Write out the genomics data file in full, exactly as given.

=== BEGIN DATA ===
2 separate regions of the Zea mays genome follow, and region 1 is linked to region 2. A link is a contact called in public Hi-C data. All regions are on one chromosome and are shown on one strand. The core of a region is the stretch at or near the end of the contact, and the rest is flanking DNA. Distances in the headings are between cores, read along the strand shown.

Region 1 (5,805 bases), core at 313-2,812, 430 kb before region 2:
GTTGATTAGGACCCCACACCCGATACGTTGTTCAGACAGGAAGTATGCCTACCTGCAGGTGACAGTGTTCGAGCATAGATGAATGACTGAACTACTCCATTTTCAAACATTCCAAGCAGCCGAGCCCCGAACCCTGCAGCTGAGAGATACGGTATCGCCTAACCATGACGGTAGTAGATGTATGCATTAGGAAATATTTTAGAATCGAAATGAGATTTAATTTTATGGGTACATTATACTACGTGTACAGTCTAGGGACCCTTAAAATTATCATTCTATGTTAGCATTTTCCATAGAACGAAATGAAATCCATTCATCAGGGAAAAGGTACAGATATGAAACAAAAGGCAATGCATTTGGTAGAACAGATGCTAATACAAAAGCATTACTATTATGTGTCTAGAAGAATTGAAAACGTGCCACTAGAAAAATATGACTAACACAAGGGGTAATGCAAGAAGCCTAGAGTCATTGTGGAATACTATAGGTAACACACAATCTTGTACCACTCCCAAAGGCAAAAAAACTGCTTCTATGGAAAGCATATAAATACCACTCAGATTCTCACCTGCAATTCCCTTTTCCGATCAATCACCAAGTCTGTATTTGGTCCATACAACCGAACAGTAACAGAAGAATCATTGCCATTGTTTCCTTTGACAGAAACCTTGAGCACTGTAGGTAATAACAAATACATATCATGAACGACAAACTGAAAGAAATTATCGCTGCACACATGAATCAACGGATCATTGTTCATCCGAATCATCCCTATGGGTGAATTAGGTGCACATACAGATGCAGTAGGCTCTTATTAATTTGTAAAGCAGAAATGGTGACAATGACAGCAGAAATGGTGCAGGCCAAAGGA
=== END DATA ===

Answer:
2 separate regions of the Zea mays genome follow, and region 1 is linked to region 2. A link is a contact called in public Hi-C data. All regions are on one chromosome and are shown on one strand. The core of a region is the stretch at or near the end of the contact, and the rest is flanking DNA. Distances in the headings are between cores, read along the strand shown.

Region 1 (5,805 bases), core at 313-2,812, 430 kb before region 2:
GTTGATTAGGACCCCACACCCGATACGTTGTTCAGACAGGAAGTATGCCTACCTGCAGGTGACAGTGTTCGAGCATAGATGAATGACTGAACTACTCCATTTTCAAACATTCCAAGCAGCCGAGCCCCGAACCCTGCAGCTGAGAGATACGGTATCGCCTAACCATGACGGTAGTAGATGTATGCATTAGGAAATATTTTAGAATCGAAATGAGATTTAATTTTATGGGTACATTATACTACGTGTACAGTCTAGGGACCCTTAAAATTATCATTCTATGTTAGCATTTTCCATAGAACGAAATGAAATCCATTCATCAGGGAAAAGGTACAGATATGAAACAAAAGGCAATGCATTTGGTAGAACAGATGCTAATACAAAAGCATTACTATTATGTGTCTAGAAGAATTGAAAACGTGCCACTAGAAAAATATGACTAACACAAGGGGTAATGCAAGAAGCCTAGAGTCATTGTGGAATACTATAGGTAACACACAATCTTGTACCACTCCCAAAGGCAAAAAAACTGCTTCTATGGAAAGCATATAAATACCACTCAGATTCTCACCTGCAATTCCCTTTTCCGATCAATCACCAAGTCTGTATTTGGTCCATACAACCGAACAGTAACAGAAGAATCATTGCCATTGTTTCCTTTGACAGAAACCTTGAGCACTGTAGGTAATAACAAATACATATCATGAACGACAAACTGAAAGAAATTATCGCTGCACACATGAATCAACGGATCATTGTTCATCCGAATCATCCCTATGGGTGAATTAGGTGCACATACAGATGCAGTAGGCTCTTATTAATTTGTAAAGCAGAAATGGTGACAATGACAGCAGAAATGGTGCAGGCCAAAGGA